Worldbystorm, I agree about your point on the counterweight. if you even look now at how the Rossport people were sitched up by the media, or how the stamp duty abolition hype has been almost accepted by everyone (except SF so far, heard Adams on Ray D’Arcy (yes!) this morning and he at least made the point that the bulding companies would just profit from abolition) but there is little real opposition to this. The WP were serious players, in some areas at least. I also accept that they didn’t take the easy line on the north in one sense; in the Catholic ghettos, where they were overwhelmingly based they took a line that was in the end suicidal (but did they have a choice? another question). However their extreme anti-provoism fitted with a broad range of southern political opinion across parties, hence the easy shift for Harris et al to the SINDO. In the south hating the Provos was not the hard option.

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15. Redking - April 24, 2007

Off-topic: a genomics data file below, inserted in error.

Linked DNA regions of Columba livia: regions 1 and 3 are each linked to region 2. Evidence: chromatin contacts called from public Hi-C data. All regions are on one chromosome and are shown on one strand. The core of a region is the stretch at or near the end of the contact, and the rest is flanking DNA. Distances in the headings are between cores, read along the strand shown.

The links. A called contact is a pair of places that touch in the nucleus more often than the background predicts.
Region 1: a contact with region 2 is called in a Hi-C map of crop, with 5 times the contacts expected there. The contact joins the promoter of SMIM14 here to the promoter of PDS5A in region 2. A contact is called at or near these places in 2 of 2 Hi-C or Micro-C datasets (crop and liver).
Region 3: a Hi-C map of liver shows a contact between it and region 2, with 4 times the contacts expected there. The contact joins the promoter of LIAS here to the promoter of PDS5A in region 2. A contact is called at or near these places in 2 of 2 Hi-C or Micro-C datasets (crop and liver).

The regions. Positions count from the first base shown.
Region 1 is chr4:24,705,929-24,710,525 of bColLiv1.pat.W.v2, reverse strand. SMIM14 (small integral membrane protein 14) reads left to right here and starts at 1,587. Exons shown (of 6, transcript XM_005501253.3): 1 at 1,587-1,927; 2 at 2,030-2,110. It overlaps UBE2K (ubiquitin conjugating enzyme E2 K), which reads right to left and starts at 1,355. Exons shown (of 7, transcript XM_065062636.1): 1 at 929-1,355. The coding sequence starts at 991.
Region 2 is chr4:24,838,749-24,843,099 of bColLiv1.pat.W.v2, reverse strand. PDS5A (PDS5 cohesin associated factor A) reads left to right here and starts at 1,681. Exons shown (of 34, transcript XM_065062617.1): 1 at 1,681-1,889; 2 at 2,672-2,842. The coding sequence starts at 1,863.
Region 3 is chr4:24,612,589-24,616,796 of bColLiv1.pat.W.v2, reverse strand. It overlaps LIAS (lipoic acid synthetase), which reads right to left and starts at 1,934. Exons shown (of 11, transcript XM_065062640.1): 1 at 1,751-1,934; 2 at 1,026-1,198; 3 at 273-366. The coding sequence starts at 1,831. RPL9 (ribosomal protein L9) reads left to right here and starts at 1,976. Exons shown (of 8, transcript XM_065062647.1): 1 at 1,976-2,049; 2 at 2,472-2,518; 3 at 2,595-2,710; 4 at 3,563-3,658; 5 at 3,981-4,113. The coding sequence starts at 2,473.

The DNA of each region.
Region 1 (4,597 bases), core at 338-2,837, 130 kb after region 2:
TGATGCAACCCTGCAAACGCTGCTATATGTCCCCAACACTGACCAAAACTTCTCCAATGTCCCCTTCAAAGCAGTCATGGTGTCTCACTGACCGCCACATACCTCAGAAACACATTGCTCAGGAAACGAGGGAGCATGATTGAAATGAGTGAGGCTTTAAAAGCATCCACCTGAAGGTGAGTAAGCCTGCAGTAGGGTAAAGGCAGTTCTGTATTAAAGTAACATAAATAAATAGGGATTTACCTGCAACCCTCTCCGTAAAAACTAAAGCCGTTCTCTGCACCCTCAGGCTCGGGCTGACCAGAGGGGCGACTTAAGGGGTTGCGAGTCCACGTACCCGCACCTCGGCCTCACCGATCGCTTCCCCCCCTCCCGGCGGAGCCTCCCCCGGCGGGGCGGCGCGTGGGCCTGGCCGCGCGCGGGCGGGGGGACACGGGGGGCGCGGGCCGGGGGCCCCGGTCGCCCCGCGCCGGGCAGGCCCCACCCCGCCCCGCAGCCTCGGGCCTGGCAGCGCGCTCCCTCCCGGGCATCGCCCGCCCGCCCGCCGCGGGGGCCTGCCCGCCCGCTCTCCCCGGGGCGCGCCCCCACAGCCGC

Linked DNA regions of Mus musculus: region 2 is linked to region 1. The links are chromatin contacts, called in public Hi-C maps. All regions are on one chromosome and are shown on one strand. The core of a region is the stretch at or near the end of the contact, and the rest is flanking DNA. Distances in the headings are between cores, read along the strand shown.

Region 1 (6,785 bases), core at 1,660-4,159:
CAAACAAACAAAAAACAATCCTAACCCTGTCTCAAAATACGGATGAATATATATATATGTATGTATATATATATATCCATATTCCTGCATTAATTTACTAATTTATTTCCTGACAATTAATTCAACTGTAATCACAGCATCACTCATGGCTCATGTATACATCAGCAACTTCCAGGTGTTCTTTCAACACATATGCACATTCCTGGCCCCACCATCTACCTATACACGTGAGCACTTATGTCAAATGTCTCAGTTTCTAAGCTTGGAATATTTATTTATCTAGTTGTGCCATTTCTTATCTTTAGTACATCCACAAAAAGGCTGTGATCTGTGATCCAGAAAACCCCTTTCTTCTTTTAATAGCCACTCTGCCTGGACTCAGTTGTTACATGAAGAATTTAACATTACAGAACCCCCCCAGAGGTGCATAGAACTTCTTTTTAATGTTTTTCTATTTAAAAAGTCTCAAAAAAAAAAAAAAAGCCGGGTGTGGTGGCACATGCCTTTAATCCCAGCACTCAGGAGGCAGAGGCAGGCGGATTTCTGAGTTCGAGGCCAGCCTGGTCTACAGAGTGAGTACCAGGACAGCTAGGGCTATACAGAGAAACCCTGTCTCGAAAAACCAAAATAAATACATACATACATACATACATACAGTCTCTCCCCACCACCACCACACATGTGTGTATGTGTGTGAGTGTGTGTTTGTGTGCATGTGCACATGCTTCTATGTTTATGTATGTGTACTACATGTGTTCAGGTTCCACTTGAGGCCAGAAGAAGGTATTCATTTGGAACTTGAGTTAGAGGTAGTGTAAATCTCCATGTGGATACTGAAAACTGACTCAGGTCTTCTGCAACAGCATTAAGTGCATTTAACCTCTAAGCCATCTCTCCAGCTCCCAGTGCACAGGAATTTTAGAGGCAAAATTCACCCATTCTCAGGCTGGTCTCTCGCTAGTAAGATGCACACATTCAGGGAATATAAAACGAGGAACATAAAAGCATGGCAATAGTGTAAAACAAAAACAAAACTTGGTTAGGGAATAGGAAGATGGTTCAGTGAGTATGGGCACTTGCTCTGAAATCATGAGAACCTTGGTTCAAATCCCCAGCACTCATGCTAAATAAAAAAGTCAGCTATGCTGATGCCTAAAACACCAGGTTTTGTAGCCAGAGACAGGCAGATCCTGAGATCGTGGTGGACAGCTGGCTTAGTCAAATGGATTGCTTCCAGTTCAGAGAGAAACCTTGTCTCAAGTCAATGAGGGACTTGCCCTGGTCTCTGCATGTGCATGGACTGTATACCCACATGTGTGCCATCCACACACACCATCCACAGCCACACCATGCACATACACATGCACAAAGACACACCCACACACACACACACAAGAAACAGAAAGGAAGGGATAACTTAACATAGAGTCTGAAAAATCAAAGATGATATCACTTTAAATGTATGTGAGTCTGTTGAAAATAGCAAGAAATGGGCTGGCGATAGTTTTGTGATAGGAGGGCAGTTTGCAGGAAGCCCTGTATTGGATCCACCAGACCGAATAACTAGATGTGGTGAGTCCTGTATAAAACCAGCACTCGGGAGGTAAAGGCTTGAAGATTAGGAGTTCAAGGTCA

Interesting points Ed-you are right of course about the amnesia that the WP had about it’s history and their contribution to the conflict, but the Party also did some courageous things -the ceasefire in 1972 for instance and they took an awful lot of flak in the North about that-but they were essentialy correct about the spiralling civil war psychosis that was developing. Right too about Indymedia-must say I cant understand the hyserics at times-you’d think the Sticks were responsible for 25 years (ahem) of a counterproductive terror campaign. On the Sweetman interview of Billy McMillen-yeah of course in 1969-70 it would have been a step too far-the split actaully split families and close friends and it would have been unthinkable that extreme violence would have been sanctioned at that juncture. In some areas such as Derry both factions were friendly-the Derry Official paper the Starry Plough as late as 1972 described MacStiofain and Martin Meehan as “Republicans in the mist” i. e that they were “confused” or “misguided” and possibly held out hope that many Provos would come back into the fold.

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16. Ed Hayes - April 24, 2007